Interview With Horror Filmmaker
Alberto Martinez

By AL J. Vermette

       When it comes to making a horror movie, filmmaker Alberto
Martinez has everything going for him. A true love of the genre and
the know-how on how to pull off a creepy and yet well thought out
storyline is what this young gifted movie director brings to the horror
game. His movie "Gods of Perdition" was featured in our horror movie
festival "The Creepy, Freaky Film Fest" this past October 20th and so
I wanted our readers to know of this new horror movie director and
find out more about him and his work.

AL: When did you first know that you wanted to make movies?
Hmm, I would have to say back in 1988 when I saw Eddie Murphy's "The Golden Child." I was
blown away by that film's mixture of comedy and horror, and it gave me a newfound respect for Eddie
Murphy's talents. But I was so in love with the story and the music, that I felt it in me to tell stories similar to
that, but I was a young pup at age 10 so I didn't think big. I didn't have a film camera, a crew or budget, but
I did have a pencil and paper, so I started drawing comics of stories I wanted to tell. I didn't get to actually
make a movie until I was 13 years old, a silly movie shot on VHS with two 12 inch dinosaurs fighting
amidst a backdrop of Matchbox and Hot Wheels cars in a backyard in Astoria, Queens.  It was a movie
called Tyrus vs Tyranexx. But after I shot that movie, I made it a point to shoot one movie every year.

AL: Your filmmaking skill is very professional, did you go to film school or was it all on the job
It was a combination of making movies plus watching movies. I just studied how filmmakers like
Stanley Kubrick, Werner Herzog, and Fritz Lang shot their films. Even foreign filmmakers like Chang Cheh
and Ishiro Honda, who directed the earlier Godzilla films, was skillful enough to teach me how to frame
shots. But when it came to actually designing a frame, a picture, I owe much of that to comic book artist
and legend Carmine Infantino, who was one of my college instructors in the arts. If it wasn't for his hard
nose critique of my earlier work (he called it "shit,") I wouldn't have been challenged enough to take myself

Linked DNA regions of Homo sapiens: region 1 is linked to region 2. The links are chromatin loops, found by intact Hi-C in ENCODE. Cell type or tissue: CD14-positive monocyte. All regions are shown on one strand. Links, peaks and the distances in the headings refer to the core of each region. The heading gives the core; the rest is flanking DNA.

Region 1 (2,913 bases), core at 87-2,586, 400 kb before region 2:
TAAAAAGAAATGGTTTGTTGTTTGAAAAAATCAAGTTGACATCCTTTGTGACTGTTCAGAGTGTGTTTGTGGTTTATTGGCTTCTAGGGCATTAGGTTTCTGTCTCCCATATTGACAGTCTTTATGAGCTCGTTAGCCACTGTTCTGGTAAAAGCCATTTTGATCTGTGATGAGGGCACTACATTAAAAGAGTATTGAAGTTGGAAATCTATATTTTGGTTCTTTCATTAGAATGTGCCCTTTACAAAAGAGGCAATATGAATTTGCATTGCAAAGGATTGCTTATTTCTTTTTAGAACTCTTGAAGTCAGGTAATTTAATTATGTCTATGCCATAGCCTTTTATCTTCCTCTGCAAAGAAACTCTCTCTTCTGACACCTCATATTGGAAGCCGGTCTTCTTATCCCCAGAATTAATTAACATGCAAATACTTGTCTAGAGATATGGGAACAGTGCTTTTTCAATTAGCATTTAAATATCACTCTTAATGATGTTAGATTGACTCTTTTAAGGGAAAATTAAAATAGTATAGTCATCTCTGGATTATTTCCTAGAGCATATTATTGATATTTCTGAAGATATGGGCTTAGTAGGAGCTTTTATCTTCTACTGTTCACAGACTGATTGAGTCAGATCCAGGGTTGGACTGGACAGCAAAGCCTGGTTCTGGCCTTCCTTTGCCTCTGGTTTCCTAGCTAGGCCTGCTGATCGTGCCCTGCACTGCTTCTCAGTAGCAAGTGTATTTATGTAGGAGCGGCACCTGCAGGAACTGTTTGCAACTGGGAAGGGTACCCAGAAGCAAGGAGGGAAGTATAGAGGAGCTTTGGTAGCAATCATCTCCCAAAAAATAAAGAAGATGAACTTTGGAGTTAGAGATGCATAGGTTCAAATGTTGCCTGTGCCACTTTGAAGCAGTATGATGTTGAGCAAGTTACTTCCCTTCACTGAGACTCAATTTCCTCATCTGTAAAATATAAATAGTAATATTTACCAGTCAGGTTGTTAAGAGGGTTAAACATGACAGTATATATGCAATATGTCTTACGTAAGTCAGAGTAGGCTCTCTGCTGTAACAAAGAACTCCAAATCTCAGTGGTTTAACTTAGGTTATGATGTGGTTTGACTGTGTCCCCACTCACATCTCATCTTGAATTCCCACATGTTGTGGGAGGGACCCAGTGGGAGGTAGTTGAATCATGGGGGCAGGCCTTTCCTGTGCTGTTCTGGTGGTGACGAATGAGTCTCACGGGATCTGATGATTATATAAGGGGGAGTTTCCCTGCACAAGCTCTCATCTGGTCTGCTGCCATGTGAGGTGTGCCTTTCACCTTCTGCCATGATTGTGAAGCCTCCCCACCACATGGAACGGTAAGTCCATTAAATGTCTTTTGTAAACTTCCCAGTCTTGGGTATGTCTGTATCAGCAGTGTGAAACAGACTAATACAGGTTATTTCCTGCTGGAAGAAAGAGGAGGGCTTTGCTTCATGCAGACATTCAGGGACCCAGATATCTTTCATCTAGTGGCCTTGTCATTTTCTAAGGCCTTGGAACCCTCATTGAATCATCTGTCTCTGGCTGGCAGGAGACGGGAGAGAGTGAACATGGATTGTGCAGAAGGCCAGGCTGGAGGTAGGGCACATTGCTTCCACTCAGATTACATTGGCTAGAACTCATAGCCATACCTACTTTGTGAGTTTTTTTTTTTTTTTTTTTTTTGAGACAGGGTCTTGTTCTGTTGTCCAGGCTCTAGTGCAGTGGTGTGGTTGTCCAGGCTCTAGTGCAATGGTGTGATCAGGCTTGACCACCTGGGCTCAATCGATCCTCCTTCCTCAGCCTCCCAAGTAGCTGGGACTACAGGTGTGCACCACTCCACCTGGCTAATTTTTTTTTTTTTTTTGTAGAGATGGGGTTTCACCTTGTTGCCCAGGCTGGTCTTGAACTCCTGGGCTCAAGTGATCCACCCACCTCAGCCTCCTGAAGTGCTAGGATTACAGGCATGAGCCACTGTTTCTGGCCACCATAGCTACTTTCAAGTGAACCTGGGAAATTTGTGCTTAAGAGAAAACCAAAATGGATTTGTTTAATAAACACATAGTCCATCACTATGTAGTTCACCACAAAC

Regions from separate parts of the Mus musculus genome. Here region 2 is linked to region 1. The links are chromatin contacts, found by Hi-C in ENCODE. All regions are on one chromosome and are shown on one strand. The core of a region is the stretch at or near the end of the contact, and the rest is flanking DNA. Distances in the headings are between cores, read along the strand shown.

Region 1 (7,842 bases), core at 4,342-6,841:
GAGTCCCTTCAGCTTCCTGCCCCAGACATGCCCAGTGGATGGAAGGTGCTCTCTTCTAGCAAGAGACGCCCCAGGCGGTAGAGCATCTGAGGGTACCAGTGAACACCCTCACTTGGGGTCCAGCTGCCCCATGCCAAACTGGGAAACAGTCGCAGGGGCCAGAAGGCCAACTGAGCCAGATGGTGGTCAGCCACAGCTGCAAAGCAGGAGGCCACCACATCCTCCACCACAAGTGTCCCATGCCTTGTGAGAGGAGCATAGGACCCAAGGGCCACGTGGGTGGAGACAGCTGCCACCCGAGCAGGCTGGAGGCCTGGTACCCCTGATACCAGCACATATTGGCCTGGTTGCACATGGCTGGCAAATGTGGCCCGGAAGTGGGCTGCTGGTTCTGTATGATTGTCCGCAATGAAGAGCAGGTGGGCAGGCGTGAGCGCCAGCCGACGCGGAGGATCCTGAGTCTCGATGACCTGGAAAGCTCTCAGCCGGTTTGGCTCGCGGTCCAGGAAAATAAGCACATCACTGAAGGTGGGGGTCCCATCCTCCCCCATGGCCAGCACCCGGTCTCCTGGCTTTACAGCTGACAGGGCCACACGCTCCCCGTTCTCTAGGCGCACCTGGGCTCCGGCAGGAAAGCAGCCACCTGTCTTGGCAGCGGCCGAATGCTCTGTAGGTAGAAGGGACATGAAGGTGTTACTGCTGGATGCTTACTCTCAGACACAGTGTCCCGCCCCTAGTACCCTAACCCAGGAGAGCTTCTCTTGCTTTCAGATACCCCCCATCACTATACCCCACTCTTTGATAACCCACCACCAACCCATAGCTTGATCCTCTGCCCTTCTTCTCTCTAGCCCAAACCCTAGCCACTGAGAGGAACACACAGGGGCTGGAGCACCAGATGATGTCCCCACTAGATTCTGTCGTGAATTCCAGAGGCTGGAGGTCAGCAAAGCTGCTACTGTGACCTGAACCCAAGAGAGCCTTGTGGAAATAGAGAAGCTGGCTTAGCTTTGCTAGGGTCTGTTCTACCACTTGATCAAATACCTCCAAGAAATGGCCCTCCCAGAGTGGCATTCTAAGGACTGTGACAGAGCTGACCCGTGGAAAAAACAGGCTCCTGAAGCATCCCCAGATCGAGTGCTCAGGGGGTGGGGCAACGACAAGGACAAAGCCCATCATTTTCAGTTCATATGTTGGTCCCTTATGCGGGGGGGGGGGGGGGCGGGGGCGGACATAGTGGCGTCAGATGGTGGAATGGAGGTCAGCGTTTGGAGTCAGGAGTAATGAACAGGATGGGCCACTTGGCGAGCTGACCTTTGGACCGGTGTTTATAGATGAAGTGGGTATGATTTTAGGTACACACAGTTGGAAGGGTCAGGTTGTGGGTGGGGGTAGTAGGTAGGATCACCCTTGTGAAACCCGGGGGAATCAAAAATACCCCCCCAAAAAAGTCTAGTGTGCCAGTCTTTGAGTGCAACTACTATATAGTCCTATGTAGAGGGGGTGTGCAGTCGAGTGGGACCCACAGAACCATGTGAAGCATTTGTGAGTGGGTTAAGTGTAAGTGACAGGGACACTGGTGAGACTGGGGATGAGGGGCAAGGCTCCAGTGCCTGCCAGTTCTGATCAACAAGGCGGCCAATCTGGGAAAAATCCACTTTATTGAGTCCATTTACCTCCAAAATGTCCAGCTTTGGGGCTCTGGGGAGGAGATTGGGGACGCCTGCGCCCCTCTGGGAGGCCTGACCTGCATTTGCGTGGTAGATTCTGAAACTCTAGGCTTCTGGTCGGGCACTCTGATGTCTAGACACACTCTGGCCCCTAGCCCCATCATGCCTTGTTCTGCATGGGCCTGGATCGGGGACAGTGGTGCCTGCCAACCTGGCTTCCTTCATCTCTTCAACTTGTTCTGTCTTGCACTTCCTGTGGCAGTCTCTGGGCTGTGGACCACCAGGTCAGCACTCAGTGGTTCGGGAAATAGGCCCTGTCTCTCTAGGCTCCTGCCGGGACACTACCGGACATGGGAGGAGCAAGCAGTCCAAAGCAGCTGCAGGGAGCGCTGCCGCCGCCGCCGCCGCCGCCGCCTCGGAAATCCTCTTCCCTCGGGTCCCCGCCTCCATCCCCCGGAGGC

out of my own box and design a picture, a frame, or a shot, and make it dynamic. I owe much of my visual
style to Carmine Infantino.

AL: Please tell our readers about your movie "Gods of Perdition"
and how it was made?
My good friend, Bucky Long, wrote a short story about a nuclear family
terrorized by these monsters called the gods of damnation. That story doesn't end
well for the family, but I adapted it and gave it a significant spin (in the film version,
the gods are referred to as "jugulars," a name that is given to a sub group in
Long's original story who were enforcers of the gods.) I would implore the readers
to check out the film's IMDB page and read the trivia section. There is a lot of de-
tails regarding the original short story that are fascinating, but I adapted it for film
to reflect a real life horror, that of parental alienation, something that goes on
every day in family court. Fathers spending thousands of dollars trying to be in
their child's life, but judicial bureaucracy and vindictive mothers (sometimes the
roles are reversed but the nature of the crime is no different) keep that from hap-
pening, and in the end, it is the child asking "where is dad?" That is an unspoken
horror that is ignored by our own American society who, without the aid of a poli-
tical boogeyman, won't do anything about it. There are many true horror stories
that can be told from fathers separated from their children and vice versa. I wanted
to tell that horror story from the eyes of a child, an image of pure vulnerability.

AL: Please tell us about your cast and crew who worked on the film?
Collectively it has been the most talented group I have worked with, and I don't say that lightly.
Athena Montilla as Luly totally turned heads when she uttered her first lines, the scene she shot with David
Whitman's Dr. Oglethorpe. No one was prepared for how well she said her lines, how on cue she was, how
prepared and ready she was. I was blown away completely. As soon as I heard her say her first lines, I
knew I had a legit good movie on me hands. The rest of the cast, from Aloha Peartree and Michael Ciesla,
to Paolo Gojcaj and Malik Saldana, everyone from Camila Campos Katz to especially Mr. Whitman were
on point and absolutely professional. As for the crew, I pretty much wore all the hats, from cinematographer
and lights, to special effects. Not that I'm bragging about it, I definitely believe it is easier to work with a
crew, but when you don't have time or money for a crew, you do what you gotta do. I take the Herzog
approach and just pick up the camera and shoot.

AL: What was it about the horror genre that made you want to work in it?
Oh boy, my earliest memories of films like "The Howling," "Pieces," "A Nightmare on Elm
Street," "Demons," and "Fright Night" were so engrained in me because I knew they were forbidden for